I would argue that the reduction in user-error crashes would offset the extra cost. Also, if the truck can drive autonomously part of the time, the driver can be “off the clock” for legal purposes, allowing trucks to drive longer days when a driver is needed.

        • 0 avatar
          Kendahl

          The driver must remain available to take over when the autonomous system can’t handle the situation. Therefore, I think it won’t affect hours of service limits. As you said, the real pay off is avoiding crashes due to driver error.

        • 0 avatar
          Landcrusher

          I doubt they will be off the clock, but in a sensible world the hours would be able to be extended. Not so in the bureautocracy we now have where the only way to reduce a regulation is threaten the responsible bureaucrats with careericide or buy them off.

      • 0 avatar
        Landcrusher

        No, for many reasons.

        First, it may work as an investment because accidents are expensive and labor could be paid less. Even if not, if you are a bigger firm, you might pay extra because you are betting on the trend and want to be a leader rather than a loser. Failure to adopt can lead to total failure, so you will invest in a pilot project.

      • 0 avatar
        RideHeight

        You both make sense.

    • 0 avatar
      Athos Nobile

      Agreed Toad.

      Nice DD logo there.

  • avatar
    CoreyDL

    Needs moar predator grille.

  • avatar
    sproc

    If this leads to trucks caravaning in the right lane at precise speeds and intervals with minimal overtaking, I’m all for it.

  • avatar
    SatelliteView

    What? Autonomous semi? That’s just more expensive electronics to crap out right after warranty. Plus, if no stick shift – no sale!

  • avatar
    daniel g.

    what would be the manufacturer of the system? GM it? Again, the Simpsons were ahead of reality.

  • avatar

    Autonomous trucks on the highway make more sense than cars. They usually travel at night, often in a long line (platoon) of trucks. Freightliner Inspiration can maintain a set distance from each other (drafting) to improve fuel economy.

    Dealing with inclement conditions (snow,ice,rain)remains a challenge.

    You can just imagine the increased texting behind the wheel, the advent of bathrooms in sleepers, and who knows what else :-)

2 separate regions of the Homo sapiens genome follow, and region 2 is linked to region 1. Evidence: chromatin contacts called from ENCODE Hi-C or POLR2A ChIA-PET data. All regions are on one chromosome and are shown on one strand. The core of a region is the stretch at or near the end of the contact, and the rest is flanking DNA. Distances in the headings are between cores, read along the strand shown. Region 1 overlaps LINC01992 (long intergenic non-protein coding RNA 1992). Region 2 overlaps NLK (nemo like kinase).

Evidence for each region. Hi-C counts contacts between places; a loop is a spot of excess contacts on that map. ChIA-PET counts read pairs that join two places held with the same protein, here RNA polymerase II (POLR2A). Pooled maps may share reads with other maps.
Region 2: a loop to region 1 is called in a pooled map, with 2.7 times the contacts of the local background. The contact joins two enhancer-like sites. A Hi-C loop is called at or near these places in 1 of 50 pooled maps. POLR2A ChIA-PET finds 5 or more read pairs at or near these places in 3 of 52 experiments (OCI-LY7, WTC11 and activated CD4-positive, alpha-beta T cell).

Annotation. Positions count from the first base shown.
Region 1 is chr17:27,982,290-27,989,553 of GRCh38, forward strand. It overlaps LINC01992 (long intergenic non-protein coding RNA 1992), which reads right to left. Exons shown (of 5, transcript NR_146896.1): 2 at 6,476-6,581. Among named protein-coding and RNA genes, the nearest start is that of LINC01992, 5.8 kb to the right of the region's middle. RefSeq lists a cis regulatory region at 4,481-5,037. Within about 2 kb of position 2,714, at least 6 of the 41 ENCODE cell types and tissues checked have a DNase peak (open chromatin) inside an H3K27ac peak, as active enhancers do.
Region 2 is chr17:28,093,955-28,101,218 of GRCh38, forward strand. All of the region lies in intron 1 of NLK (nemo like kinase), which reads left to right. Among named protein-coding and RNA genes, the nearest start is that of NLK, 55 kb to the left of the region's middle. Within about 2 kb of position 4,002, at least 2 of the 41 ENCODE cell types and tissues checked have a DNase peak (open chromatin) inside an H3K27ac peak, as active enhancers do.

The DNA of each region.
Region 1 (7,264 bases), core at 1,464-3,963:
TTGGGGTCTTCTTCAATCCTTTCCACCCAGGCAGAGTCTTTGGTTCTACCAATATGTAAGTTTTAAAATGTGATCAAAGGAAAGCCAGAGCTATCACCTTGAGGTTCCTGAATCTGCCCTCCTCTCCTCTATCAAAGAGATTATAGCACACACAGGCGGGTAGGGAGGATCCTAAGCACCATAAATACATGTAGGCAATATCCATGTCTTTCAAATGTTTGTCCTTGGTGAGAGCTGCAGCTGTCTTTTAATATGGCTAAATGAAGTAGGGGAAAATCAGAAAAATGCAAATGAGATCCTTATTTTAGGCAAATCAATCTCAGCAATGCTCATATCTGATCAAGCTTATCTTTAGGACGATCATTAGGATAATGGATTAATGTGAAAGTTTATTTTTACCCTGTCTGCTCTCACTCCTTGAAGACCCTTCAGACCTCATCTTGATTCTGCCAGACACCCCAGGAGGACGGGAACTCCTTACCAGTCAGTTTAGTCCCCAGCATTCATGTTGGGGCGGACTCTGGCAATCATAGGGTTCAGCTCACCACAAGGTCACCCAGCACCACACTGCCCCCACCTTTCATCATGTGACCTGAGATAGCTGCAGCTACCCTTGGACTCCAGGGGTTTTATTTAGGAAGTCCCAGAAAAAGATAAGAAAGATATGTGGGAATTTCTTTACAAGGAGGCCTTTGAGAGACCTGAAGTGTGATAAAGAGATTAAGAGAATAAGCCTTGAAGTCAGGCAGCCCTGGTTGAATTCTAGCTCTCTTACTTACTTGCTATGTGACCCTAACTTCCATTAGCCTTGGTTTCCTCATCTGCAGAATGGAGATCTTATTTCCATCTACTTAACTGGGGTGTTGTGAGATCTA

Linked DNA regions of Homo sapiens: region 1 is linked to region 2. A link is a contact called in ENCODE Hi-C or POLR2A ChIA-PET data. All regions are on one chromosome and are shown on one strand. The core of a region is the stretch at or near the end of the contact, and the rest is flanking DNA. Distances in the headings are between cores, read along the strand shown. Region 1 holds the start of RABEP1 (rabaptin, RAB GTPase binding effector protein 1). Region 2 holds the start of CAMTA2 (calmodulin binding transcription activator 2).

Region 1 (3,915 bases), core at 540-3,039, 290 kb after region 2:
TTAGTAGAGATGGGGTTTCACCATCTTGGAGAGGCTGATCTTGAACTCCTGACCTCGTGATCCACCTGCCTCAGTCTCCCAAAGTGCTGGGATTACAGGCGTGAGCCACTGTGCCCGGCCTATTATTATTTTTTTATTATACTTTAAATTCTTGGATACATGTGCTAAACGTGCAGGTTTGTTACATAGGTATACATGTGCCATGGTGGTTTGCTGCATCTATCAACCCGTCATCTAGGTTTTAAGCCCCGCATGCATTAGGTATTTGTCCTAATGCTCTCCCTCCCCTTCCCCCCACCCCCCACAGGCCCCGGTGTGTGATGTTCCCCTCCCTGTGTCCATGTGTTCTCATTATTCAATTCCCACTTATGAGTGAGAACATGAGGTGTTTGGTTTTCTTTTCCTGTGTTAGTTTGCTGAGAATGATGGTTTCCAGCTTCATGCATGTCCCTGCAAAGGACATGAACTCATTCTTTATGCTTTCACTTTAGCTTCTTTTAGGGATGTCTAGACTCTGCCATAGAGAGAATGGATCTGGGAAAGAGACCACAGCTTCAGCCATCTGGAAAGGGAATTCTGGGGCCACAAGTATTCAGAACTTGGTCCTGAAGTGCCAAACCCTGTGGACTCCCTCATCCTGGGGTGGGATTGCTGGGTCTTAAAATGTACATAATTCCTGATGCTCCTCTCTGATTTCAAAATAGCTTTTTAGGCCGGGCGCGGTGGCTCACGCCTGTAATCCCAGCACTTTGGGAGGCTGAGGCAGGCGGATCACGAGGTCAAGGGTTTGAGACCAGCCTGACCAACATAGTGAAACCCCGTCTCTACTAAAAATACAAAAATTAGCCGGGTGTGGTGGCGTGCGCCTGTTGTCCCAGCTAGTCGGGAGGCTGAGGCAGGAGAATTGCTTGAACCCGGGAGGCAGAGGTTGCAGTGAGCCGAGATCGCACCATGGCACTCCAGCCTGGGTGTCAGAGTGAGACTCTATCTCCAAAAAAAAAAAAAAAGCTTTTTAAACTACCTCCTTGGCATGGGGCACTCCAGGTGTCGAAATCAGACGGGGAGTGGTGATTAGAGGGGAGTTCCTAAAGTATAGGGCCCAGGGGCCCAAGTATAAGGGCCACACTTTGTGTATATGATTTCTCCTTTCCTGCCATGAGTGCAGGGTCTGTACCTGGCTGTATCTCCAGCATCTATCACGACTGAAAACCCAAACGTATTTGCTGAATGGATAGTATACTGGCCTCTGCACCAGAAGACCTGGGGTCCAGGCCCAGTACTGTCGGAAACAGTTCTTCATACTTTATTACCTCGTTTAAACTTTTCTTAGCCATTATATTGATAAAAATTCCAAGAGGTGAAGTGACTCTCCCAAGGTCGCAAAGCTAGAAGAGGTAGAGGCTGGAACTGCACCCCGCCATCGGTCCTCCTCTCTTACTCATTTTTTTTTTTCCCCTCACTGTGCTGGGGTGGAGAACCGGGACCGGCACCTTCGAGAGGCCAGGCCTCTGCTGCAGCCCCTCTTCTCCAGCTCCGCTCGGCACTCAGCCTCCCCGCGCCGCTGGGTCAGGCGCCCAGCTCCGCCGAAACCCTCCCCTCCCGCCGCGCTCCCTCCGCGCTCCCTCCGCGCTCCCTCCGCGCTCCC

• avatar
    PandaBear

    Not a surprise at all. Autonomous vehicle will first start with long boring interstate with real money saving and low[er] risk than crowded urban road. I’m more surprised that it is not started more conservatively as a trailer-mode vehicle that let a team of 3 semi going on nonstop shift around the clock, taking turn as the lead vehicle’s driver.

  • avatar
    Big Al from Oz

    That photo is taken on the same road that the Las Vegas Speedway is on, actually a few miles past the speedway.

    There is a significant amount of zoom in the photo, look at the Vegas Skyline.

  • avatar
    Big Al from Oz

    This technology should reduce the cost of transport of goods. This is great.

    I do know here in Australia many trucks have two drivers. One is sleeping whilst the other drives.

    This should allow for the driver to rest and increase the length of his working day. They still get paid the same, but cover many more miles.

  • avatar
    Joss

    Still a body on board. Maybe they could pay it less. Future ride-along for retirees needing income supplement?

    Thought the YouTube glossy corporate hype. Much like my place.

  • avatar
    brandloyalty

    My response relates to driver safety.

    Large trucks, though they look rugged, are pretty flimsy in terms of driver protection. These vehicles are top heavy and an upset at any speed often means a driver fatality. Have a look at any semi truck that catches fire. Most of the cab just disappears and the highest thing left is the frame of the driver’s seat.

    While probably a lot could be done to protect the drivers, it seems like nothing beyond seatbelts has been done. The industry doesn’t seem to value drivers’ lives enough to put the money into safety structures and systems. The physics involved makes adequate protection a challenge. And the drivers themselves would rather spend money on lights and chrome than safety systems.

    Preventing crashes to begin with seems like the best approach, and, setting aside the “thar be dragons” worries about them running amok, these systems can only help prevent crashes and therefore save lives.